(England Twitter)-Western jurisdictions, divorce (legally referred to as 'dissolution of marriage') does not require a party to assert fault on the part of their partner leading to the breakdown of their marriage. Prior to the onset of 'no-fault' statutes, a party would have to prove a ground, typically 'desertion,' 'abandonment,' 'cruelty,' or 'adultery.' The requirement of proving a ground was revised (and withdrawn) by the terms of 'no-fault' statutes, which became popular in the United Kingdom, Australia, the United States, Canada, South Africa, and New Zealand in the late 1960s and early 1970s. In 'no-fault' jurisdictions, a simple, general allegation of 'irreconcilable differences,' or 'irretrievable break-down' with respect to the marriage relationship, sufficed to establish the end of the marriage.
In jurisdictions adopting the 'no-fault' principle in divorce proceedings, some courts may still take into account the behavior of the parties when dividing property, debts, evaluating custody and support - facts which almost always have considerable weight in fault proceedings.. This is particularly true in custody cases, where the courts might consider many factors which mirror 'fault' grounds, such as drug abuse, alcoholism, violence, cruelty, instability, neglect and possibly the preference of an intelligent, mature child.
Despite this, in some countries (or states of the United States), the courts will seldom apply principles of fault, but might willingly hold a party liable for a breach of a fiduciary duty to his or her spouse (See for example, Family Code Sections 720 and 1100 of the California Family Code).
In most jurisdictions, a divorce must be certified (or ordered by a Judge) by a court of law to become effective. The terms of the divorce are usually determined by the court, though they may take into account prenuptial agreements or post-nuptial agreements, or simply ratify terms that the spouses may have agreed to privately (this is not true in the United States, where agreements related to the marriage, typically have to be rendered in writing to be enforceable). In the absence of agreement, a contested divorce may be stressful to the spouses. Contested divorces mean that one of several issues are required to be heard by a judge at trial level - this is more expensive and the parties will have to pay for a lawyer's time and preparation. Less adversarial approaches to divorce settlements have recently emerged, such as mediation and collaborative divorce settlement, which negotiate mutually acceptable resolution to conflicts. This principle in the United States is called 'Alternative Dispute Resolution' and continues to gain popularity.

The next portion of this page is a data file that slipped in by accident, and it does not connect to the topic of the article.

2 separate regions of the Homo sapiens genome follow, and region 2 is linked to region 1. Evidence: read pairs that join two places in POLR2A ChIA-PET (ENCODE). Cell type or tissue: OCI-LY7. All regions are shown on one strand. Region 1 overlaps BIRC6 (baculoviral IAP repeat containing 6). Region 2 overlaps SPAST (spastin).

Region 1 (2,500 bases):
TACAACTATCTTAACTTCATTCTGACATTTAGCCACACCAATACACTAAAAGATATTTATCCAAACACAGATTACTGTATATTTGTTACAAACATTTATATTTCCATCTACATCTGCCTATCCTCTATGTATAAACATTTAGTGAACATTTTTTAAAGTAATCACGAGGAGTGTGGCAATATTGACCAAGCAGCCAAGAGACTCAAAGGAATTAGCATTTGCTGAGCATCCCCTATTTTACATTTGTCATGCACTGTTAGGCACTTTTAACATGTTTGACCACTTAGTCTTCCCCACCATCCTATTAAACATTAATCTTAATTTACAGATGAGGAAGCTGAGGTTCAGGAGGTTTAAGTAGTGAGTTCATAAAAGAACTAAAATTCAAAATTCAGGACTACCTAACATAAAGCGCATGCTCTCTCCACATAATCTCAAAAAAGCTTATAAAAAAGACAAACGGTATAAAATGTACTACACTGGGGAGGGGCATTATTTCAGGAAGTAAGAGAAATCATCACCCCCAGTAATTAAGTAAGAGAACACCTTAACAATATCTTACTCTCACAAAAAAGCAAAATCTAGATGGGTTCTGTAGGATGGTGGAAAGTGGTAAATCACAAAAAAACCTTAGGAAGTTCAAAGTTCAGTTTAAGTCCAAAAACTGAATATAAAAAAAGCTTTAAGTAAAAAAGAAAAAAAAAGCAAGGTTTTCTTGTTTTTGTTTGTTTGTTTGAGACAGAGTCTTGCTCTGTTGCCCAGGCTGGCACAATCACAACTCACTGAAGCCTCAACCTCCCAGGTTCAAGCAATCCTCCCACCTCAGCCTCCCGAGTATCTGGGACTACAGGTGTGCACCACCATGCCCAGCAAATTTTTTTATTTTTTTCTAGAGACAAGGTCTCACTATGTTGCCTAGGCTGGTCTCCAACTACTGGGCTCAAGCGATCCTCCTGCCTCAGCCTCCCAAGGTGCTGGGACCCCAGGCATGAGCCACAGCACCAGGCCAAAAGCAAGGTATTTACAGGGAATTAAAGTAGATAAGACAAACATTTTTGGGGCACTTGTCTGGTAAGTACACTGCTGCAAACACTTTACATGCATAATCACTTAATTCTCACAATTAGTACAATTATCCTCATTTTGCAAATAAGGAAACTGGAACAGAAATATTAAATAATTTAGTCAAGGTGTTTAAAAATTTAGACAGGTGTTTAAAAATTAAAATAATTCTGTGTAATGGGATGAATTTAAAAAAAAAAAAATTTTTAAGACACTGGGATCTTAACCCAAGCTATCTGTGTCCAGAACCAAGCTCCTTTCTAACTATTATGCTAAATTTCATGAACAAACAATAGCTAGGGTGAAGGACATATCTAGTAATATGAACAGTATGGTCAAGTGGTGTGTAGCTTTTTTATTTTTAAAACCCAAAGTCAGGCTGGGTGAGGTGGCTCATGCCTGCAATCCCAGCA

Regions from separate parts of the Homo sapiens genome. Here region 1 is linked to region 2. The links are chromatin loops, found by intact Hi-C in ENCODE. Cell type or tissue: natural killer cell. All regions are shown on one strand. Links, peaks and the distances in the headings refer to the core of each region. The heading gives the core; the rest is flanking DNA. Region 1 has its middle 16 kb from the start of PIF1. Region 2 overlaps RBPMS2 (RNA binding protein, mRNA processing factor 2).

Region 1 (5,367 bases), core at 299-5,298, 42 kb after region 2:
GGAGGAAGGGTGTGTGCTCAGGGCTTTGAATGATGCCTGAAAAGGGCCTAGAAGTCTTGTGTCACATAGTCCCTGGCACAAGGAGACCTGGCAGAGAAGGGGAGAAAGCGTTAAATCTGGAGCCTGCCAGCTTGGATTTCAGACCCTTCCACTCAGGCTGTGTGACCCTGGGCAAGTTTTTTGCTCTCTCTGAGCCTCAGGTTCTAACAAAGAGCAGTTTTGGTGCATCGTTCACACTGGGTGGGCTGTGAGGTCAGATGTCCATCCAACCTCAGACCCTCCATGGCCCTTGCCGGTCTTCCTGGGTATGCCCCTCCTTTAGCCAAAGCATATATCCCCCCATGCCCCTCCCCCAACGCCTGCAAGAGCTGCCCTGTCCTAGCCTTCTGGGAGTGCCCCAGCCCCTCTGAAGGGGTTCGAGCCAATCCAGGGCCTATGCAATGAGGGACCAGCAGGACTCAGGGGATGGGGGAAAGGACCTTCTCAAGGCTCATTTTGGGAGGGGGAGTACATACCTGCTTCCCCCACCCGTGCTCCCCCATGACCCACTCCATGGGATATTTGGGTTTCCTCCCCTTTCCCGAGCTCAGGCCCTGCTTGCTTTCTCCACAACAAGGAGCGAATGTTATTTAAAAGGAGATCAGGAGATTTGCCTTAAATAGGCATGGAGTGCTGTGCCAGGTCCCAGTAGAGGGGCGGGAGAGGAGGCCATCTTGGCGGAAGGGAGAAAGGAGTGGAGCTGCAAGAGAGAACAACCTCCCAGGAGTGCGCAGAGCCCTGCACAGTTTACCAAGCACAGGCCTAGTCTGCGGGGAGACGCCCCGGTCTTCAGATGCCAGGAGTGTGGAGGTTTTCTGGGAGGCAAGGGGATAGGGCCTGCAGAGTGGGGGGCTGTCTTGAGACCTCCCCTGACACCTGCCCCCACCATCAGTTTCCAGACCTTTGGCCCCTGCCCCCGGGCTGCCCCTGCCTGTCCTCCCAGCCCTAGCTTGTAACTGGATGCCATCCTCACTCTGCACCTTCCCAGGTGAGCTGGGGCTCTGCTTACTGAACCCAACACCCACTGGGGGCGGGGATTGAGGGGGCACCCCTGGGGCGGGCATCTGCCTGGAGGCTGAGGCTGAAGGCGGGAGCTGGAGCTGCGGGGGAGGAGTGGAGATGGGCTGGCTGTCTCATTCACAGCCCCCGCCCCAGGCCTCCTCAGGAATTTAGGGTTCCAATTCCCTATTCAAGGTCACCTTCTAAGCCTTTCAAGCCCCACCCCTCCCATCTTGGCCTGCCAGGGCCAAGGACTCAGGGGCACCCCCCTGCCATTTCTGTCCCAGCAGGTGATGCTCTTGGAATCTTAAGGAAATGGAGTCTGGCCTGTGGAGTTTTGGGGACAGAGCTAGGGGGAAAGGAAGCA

In some other countries, when the spouses agree to divorce and to the terms of the divorce, it can be certified by a non-judiciary administrative entity. The effect of a divorce is that both parties are free to marry again.
The subject of divorce as a social phenomenon is an important research topic in sociology. In many developed countries, divorce rates increased markedly during the twentieth century. Among the nations in which divorce has become commonplace are the United States, the United Kingdom, Canada, Germany, Australia and Scandinavia. The only Western countries where divorce is illegal are Malta and the British Crown Dependency of Sark.